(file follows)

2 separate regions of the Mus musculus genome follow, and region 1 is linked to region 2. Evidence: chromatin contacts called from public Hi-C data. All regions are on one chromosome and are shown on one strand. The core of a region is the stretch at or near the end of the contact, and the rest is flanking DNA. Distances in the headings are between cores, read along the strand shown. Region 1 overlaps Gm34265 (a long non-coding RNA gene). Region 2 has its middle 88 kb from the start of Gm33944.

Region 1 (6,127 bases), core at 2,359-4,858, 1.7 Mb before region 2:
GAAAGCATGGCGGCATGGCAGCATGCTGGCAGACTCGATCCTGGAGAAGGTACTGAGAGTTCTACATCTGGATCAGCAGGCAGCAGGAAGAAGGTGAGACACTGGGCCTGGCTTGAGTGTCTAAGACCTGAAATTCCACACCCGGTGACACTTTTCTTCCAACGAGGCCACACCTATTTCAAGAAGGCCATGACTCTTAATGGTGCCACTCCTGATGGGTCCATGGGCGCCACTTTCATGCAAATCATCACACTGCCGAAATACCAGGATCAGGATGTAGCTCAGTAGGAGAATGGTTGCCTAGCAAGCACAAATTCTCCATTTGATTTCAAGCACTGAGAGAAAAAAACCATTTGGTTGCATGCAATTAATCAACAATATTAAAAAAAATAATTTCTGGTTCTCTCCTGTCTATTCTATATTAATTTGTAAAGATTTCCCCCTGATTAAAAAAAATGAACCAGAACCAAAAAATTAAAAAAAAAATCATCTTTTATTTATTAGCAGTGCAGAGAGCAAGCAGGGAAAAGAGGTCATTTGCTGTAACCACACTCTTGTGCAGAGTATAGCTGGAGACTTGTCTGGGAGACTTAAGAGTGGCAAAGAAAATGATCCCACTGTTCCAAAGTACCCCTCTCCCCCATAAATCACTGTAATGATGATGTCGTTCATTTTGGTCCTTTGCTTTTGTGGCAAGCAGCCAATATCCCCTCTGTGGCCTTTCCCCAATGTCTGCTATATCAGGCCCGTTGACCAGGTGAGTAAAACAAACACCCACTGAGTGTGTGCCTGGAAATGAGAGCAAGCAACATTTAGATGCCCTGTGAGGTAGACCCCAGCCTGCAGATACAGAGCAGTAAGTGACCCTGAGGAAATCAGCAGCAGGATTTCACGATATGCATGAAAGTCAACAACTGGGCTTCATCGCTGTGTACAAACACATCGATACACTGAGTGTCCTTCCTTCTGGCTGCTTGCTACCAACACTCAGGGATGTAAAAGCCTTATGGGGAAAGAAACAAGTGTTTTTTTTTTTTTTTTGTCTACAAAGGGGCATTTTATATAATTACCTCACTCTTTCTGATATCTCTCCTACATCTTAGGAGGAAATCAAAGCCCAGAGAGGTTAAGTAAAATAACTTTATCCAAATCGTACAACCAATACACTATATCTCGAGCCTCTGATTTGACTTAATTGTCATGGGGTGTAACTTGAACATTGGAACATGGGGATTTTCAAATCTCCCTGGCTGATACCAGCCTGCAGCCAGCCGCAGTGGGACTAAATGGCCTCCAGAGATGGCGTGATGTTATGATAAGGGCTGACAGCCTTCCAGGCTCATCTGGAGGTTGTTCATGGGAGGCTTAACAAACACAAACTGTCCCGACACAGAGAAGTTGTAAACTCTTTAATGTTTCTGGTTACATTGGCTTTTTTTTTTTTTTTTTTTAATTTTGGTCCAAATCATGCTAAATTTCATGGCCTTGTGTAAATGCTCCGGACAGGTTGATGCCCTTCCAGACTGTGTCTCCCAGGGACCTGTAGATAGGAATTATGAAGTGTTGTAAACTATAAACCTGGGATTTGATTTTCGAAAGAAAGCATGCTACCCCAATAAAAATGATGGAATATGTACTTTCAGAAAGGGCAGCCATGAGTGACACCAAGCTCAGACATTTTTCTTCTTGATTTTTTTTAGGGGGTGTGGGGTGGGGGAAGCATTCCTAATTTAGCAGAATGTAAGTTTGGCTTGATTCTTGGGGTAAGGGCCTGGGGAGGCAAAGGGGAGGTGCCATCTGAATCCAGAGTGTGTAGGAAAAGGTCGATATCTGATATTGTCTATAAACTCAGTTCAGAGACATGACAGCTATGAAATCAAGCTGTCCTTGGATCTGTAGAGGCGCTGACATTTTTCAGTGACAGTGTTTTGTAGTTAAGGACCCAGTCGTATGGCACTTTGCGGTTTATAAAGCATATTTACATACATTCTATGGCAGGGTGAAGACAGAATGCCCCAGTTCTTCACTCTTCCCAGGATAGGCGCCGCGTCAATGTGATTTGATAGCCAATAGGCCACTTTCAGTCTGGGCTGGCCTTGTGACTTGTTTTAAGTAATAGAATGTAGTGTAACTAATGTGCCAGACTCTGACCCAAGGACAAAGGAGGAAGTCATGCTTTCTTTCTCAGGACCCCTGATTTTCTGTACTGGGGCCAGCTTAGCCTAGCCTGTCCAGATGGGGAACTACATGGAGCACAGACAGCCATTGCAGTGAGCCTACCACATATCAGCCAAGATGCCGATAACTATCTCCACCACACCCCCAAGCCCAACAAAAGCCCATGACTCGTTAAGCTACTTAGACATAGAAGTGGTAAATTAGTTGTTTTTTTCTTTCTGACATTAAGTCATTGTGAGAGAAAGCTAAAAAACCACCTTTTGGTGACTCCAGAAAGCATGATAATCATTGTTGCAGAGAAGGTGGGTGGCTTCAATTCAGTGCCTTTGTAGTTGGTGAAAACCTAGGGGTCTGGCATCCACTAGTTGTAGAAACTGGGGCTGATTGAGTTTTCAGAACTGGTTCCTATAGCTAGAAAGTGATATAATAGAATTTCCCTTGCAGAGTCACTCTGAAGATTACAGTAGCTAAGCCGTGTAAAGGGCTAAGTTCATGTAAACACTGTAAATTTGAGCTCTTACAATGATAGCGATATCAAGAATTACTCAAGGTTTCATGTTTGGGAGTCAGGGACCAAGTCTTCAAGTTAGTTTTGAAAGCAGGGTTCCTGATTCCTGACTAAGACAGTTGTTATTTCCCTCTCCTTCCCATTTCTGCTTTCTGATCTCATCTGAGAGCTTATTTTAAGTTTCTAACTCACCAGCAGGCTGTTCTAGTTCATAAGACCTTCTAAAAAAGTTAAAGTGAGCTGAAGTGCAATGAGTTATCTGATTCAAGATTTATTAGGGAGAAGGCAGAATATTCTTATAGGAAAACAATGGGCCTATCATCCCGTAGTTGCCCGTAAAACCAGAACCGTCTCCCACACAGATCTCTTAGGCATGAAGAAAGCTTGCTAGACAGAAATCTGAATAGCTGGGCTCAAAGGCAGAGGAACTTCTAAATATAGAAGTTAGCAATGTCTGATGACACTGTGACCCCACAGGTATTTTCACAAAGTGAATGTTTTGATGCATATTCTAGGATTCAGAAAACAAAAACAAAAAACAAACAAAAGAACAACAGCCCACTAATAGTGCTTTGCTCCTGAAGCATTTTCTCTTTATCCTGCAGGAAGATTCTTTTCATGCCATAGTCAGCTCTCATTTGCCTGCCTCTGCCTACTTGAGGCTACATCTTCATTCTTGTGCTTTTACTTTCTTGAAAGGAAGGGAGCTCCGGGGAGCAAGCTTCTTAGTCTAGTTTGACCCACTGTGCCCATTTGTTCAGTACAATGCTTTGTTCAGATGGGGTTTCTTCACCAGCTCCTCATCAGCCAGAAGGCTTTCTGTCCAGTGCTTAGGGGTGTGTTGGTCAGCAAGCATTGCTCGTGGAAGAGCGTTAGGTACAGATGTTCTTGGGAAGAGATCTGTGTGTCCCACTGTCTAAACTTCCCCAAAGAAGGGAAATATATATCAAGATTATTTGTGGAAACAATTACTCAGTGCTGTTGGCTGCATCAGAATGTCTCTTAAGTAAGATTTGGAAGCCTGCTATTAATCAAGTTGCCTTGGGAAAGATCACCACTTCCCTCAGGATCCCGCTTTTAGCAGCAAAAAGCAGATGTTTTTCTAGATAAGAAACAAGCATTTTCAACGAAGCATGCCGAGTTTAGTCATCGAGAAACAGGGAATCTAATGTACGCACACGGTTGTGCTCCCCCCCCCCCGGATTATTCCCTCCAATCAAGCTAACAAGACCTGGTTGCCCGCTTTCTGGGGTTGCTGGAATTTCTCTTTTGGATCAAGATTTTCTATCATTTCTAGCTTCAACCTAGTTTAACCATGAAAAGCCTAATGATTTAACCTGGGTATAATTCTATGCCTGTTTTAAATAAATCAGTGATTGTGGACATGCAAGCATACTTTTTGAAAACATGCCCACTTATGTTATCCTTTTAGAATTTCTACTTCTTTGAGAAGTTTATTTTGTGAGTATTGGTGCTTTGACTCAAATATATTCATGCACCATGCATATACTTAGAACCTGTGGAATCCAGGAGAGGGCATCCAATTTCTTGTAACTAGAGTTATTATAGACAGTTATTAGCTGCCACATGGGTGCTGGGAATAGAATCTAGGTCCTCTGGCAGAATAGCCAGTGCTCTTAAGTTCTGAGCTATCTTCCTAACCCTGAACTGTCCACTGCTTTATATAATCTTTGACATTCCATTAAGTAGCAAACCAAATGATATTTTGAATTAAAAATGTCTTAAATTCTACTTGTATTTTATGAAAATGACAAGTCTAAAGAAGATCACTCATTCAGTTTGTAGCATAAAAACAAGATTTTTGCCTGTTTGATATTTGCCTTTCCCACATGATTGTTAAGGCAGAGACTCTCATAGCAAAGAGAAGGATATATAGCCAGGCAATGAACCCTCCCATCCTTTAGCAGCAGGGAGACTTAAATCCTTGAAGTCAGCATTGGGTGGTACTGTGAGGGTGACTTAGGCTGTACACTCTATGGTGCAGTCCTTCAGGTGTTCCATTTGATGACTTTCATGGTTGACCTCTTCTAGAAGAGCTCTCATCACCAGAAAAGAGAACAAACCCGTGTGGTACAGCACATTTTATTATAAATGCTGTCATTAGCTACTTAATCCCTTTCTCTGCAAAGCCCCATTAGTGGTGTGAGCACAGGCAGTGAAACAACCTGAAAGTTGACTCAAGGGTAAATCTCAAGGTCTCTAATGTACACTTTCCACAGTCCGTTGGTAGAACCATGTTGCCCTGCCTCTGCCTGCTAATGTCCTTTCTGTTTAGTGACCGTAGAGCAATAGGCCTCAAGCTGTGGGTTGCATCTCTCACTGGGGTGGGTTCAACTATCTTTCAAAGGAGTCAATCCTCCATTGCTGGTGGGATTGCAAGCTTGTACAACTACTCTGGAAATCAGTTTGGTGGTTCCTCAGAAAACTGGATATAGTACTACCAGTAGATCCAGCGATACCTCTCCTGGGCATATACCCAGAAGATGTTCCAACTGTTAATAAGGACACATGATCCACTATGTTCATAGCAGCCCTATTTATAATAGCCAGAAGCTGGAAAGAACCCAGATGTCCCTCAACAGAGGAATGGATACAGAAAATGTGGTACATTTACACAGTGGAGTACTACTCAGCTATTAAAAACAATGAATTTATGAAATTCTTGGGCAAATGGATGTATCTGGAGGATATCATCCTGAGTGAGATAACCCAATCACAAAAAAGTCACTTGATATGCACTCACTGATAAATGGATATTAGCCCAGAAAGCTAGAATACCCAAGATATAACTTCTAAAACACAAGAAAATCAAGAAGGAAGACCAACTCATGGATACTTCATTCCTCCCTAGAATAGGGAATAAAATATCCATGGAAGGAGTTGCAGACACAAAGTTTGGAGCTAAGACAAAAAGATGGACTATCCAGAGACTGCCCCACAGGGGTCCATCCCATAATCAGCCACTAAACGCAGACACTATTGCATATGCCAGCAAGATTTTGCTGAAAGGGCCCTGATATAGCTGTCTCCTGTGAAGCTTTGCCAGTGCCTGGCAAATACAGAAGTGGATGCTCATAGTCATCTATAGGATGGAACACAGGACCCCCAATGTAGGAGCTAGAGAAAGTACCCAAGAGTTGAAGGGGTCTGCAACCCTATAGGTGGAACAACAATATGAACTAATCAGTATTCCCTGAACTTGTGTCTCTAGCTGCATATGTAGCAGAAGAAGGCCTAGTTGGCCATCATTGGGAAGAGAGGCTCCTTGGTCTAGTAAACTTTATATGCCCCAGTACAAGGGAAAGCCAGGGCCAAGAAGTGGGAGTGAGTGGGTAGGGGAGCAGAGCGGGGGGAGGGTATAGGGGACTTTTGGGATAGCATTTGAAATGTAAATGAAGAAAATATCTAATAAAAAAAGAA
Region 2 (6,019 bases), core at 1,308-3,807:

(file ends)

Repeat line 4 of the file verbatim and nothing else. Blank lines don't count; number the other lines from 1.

Region 2 (6,019 bases), core at 1,308-3,807: